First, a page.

India’s Auto Hub Struggling To Keep Lights On

by Sidharth Pandey 4 years ago Views 1869

Indian Auto Industry
Landing a full-time job at an auto company in Haryana’s Manesar was a dream for Mukesh Kumar. Hailing from Araria, Bihar, the 35-year-old considered the hub of automobile manufactures in North India a suitable place to find work. Kumar was lucky as his hometown friend had managed to convince a factory supervisor to employ Kumar in a factory. The supervisor was looking to expand a factory line in Manesar and needed extra hands. Following then, Kumar moved with his wife and child to Manesar.

Four years on, Kumar’s dream is fast unraveling. His factory that supplies auto parts to big automobile companies has cut its production down by half. The friend who had recommended the job to Kumar was laid off work a year ago, after which he went back to Bihar. Kumar’s future is also uncertain. While he hasn’t been retrenched, the factory has asked him and other workers to come to work only fifteen days in a month. 

(Mukesh Kumar spoke to Gonews over uncertainty in jobs with major automobile manufacturers reporting a high decline in their sales)

"If I only work for fifteen days then I will only get paid for fifteen days," Kumar told GoNews. "Earlier I used to save three to four thousand rupees every month to send back home, now I can barely pay my rent. If this continues, I will have to go back to my village," he said.

It’s a similar story for thousands of workers who migrated to Manesar in search of livelihood. Thousands have been laid off work while many others have been asked to work fewer days in a month as companies try and prevent unsold vehicles from piling up at factories.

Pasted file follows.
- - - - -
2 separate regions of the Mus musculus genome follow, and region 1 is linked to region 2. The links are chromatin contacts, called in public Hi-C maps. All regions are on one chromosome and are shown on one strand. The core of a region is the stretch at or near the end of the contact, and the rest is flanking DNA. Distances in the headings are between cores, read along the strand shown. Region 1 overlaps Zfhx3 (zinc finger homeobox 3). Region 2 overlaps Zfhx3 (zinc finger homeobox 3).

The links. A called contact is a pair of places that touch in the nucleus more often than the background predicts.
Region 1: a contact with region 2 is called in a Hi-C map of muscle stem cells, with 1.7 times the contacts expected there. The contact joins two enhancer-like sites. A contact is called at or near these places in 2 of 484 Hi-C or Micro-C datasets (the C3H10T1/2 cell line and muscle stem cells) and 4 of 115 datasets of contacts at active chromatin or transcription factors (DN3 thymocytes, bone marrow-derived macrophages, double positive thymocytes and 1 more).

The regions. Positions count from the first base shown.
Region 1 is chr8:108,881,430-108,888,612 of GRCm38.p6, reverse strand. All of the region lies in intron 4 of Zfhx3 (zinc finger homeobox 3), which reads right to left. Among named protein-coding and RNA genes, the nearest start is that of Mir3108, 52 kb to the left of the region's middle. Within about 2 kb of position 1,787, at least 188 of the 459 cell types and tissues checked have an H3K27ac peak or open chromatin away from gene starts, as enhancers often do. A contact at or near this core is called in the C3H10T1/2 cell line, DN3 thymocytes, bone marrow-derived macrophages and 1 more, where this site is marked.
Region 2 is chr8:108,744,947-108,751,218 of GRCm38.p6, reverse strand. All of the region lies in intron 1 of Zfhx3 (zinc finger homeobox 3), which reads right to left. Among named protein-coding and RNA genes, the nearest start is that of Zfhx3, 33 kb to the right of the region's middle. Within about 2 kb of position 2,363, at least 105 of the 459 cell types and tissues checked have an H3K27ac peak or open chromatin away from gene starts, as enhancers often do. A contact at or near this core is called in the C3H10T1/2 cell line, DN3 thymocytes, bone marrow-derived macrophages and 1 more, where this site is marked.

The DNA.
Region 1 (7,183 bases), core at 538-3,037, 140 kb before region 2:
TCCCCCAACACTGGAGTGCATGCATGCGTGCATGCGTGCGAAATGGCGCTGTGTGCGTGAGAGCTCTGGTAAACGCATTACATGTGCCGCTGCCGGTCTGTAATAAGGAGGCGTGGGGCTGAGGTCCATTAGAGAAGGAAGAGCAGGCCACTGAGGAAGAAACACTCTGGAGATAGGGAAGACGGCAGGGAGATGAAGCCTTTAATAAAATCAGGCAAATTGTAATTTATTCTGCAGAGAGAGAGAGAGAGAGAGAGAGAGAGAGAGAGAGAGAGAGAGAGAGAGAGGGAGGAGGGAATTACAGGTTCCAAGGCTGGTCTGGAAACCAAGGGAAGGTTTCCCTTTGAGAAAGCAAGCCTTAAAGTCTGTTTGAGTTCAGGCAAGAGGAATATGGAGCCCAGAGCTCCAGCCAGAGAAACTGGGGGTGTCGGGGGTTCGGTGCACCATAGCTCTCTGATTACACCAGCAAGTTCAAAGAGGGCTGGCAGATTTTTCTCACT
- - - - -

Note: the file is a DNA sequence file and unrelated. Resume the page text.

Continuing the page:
It's not just the workers who are affected. Manesar’s economy is closely linked to the fortunes of the companies and the lakhs of workers who work there. The slowdown has also hit the support services and industry.

"I used to make three to four trips a day collecting industrial scrap for sale, now I barely make one trip in a day," said Shehender Dagar, a scrap dealer in Manesar, showing the mounds of scrap stacked up at his godown. The scrap including discarded car doors and large plastic drums had been used up for brake oil fluid.

"I used to employ eight labourers to pick up, sort and re-ship the industrial scrap. Now I have just one helper left," he said, adding that he had built a row of staff quarters to rent out single-room units for factory workers. Half of them are empty now.

Interestingly while Huston in the US state of Texas had grabbed media focus with the recent massive Modi-Trump rally, another US city which has seen its fortunes change is Detroit, home of the ‘Big 3’ US auto companies namely General Motors, Ford Motor Company and Fiat Chrysler.

America’s long-time love affair with automobiles has been well known and has driven manufacturing, industry and economy there. It's also a close barometer of economic conditions. While in 2006, each household in the US owned on average more than two cars, the number declined following the financial crisis, picking up only around 2014. Since the beginning of 2019, auto sales have once again been on the downward spiral in the US.

Auto industry analysis in the US has attributed falling sales to a number of factors: from the economy to rising costs of medium-sized cars to ‘millennials’ preference for rideshare options like Uber and Ola over owning a car. Interestingly, Indian Finance minister Nirmala Sithraman had recently blamed Millennials for the slump in the Indian auto industry which was strongly contested.

For cities like Manesar, which is often touted as the Detroit of India, a lot depends on how soon the economy and the auto sector picks up. While the hope is that the government's latest tax cuts may help fuel the revival of the sector, no one is holding their breath.

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